But being a mum seems to be more than just you and your child because it sometimes feels like you against the world. I have struggled with judgements from other people, the expectations, the pressure I’ve put on myself. I have struggled with body image, identity and juggling a career. All these things have been tough, but the thing I have found hardest is finding a way to come to peace with my disappointments. These are deep rooted in those early days; the missing out on a natural birth, the ‘skin to skin’, the way they took him from me before I could look him in the eyes, the way they placed him on me when I couldn’t even move to touch him. My idyllic hope of spending my first few days with my new family turned into nights on end in a hospital room with a screaming child, while the nurses told my husband visiting hours were over. I felt abandoned and alone.

Image: Netmums

Image: Netmums

That’s over three years ago now and you’re probably thinking that I should just forget about it, but what that would mean is sweeping it under the carpet along with those odd bits of jigsaw pieces and never really dealing with it at all. What that means is that life is all rosy on the outside, but every time someone mentions they had an ‘easy’ labour or they loved breastfeeding or felt ‘on a high’ after giving birth that I feel like punching them in the face – and that, my friend, is not dealing with anything at all. You will meet a lot of women who are carrying a lot of unnecessary disappointments and unless they are dealt with they will be left to rot.

I’ve realised that it’s time to accept these things for what they are and to start again like a child would; each new day brings new opportunities for better things. Because the reality is, that when Albie was placed on my numb body for the first time, he looked at me and he stared at me with his intent gaze, and he knew exactly who I was, even if I or the rest of the world didn’t. His eyes said ‘mum, is that you?’, and that, actually, was enough.


Becoming a new mum

Postnatal depression


Posted in Babies, Blog of the Week, Body image, post natal depression | 6 Comments

Writing my way out of darkness

The AccidentToday’s guest blog comes from author CL Taylor who wrote her novel ‘The Accident’ in the weeks after having her baby when she was suffering from PND. We have been lucky enough to read an advance copy of ‘The Accident’ and devoured it in one sitting- it’s gripping and a brilliant read. The novel is published on the 10th April but we have five copies to giveaway. Simply leave a comment on this blog piece to enter.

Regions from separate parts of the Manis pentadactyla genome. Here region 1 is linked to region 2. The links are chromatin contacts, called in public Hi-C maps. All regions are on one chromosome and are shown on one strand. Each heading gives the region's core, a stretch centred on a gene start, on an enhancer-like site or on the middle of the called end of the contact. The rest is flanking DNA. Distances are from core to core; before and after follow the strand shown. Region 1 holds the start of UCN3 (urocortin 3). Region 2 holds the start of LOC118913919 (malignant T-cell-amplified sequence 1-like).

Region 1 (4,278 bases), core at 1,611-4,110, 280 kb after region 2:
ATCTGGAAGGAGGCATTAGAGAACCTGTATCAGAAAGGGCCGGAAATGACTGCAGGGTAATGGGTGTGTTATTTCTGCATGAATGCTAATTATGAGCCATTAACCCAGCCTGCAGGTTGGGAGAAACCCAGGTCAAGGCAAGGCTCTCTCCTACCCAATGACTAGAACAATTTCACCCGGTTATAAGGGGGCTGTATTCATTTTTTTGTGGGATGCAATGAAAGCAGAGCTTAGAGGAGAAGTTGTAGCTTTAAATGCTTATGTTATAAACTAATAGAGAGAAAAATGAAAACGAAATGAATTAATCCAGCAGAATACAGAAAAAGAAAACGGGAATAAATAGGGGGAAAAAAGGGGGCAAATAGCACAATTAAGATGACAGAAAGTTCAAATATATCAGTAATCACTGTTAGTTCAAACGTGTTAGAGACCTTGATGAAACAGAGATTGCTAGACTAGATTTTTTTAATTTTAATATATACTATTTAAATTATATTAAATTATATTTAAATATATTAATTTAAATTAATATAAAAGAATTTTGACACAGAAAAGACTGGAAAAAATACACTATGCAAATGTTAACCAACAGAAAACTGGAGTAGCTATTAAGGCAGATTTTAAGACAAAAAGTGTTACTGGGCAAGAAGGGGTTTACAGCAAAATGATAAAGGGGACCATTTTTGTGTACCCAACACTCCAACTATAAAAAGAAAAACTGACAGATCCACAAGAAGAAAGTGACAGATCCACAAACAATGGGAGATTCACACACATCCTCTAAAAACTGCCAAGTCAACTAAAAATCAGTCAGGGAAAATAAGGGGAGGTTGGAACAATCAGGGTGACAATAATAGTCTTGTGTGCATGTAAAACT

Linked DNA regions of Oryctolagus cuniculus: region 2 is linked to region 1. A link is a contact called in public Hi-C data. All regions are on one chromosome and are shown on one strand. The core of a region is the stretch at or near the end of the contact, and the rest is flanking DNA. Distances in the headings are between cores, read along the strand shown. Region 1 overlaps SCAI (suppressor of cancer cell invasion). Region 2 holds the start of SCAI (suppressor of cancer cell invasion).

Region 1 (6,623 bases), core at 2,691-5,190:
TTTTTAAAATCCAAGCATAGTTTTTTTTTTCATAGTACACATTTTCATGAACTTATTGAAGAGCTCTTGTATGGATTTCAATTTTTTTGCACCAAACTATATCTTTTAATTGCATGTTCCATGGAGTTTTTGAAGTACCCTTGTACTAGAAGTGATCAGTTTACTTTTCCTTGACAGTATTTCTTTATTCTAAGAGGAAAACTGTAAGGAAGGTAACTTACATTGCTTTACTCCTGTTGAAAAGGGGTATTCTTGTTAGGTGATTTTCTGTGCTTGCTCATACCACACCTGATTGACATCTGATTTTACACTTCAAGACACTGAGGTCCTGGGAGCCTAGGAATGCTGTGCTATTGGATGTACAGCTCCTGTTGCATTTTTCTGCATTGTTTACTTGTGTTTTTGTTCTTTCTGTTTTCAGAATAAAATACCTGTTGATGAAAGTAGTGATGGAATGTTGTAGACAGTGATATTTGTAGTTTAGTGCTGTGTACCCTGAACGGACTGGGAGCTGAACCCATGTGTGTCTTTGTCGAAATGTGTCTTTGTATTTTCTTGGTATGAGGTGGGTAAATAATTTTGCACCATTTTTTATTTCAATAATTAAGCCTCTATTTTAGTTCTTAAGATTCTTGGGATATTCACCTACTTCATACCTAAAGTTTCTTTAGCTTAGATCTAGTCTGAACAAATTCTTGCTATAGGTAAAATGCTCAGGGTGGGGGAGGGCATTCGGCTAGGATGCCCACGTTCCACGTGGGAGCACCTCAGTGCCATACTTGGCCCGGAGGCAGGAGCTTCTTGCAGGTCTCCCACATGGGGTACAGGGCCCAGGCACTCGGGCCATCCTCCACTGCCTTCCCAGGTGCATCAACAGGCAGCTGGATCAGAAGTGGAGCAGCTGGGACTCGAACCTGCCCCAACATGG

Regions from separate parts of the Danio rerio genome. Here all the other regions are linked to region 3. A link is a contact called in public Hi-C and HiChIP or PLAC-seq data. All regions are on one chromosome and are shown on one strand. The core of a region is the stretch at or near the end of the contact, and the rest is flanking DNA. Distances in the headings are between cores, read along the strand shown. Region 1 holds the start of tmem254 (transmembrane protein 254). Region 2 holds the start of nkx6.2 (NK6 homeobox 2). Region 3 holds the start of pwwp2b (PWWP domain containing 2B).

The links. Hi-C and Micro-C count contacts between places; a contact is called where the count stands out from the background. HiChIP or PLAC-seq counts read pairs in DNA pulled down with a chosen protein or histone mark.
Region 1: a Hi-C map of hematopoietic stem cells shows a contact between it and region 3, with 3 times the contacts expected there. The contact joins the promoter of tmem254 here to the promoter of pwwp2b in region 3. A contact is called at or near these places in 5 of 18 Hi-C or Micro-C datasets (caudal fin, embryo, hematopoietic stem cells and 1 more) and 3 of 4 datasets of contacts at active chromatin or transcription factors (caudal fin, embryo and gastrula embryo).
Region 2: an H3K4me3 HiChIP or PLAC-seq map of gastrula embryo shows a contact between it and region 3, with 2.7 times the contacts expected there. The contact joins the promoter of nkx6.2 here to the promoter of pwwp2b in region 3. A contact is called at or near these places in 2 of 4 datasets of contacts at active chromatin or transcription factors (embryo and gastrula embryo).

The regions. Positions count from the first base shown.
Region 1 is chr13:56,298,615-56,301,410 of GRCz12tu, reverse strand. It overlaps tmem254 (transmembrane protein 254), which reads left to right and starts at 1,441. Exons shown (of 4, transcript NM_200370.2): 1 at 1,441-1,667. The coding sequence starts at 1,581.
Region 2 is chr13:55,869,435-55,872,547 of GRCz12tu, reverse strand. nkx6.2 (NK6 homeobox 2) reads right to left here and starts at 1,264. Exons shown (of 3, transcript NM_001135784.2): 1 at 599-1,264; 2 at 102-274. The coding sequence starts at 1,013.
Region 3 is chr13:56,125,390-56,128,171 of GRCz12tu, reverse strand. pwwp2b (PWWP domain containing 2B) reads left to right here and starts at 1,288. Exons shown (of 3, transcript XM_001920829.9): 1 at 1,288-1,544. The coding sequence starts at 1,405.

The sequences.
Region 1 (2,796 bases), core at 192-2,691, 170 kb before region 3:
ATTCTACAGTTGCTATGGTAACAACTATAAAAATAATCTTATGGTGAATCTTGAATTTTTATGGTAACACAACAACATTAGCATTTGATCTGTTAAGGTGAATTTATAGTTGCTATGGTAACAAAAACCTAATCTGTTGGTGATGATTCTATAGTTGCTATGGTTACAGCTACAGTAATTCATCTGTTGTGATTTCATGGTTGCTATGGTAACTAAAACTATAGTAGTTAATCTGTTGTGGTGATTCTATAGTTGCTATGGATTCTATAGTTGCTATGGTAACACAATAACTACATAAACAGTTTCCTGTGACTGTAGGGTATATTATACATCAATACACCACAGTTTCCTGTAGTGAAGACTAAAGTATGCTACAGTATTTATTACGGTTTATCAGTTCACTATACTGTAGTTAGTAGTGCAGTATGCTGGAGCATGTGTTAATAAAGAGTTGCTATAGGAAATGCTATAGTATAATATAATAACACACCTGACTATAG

How writing ‘The Accident’ helped me overcome undiagnosed PND – CL Taylor

I knew I was suffering from PND but wouldn’t accept it. ‘I’m just sleep deprived’ I’d tell CL Taylormy partner. ‘If I could just get a decent night’s sleep I’ll be fine’. Only I didn’t. I didn’t get more than a two hour uninterrupted stretch of sleep for 7 long months. My beautiful, adorable son wanted to feed all through the night, every night. ‘There’s a reason why sleep deprivation is used as a torture device’ the midwife told me when I went to her in desperation. Only I hadn’t broken the law – all I’d done was have a baby.

I’d expected the ‘baby blues’, to be tearful for a few days. But I didn’t expect to cry every day. Or hallucinate the pavement tipping and shifting as I pushed my wailing son through unfamiliar streets. Or to cross bridges and think, ‘If I jumped I’d get some sleep.’

People kept telling me things would get better at 6 weeks, 12 weeks; that ‘sooner or later’ he’d start sleeping through but it didn’t happen. I was breastfeeding and he refused to take a bottle so my partner couldn’t help ease the burden. I felt trapped.

I didn’t share my feelings with anyone. Not that there was anyone to tell. We moved into our house in Bristol when I was seven months pregnant and the other only person I knew had three children and a full time job and I didn’t want to burden her. I didn’t want to tell my partner either. I’m proud and stubborn and I wanted him to think I was doing a good job, that I was a good mum.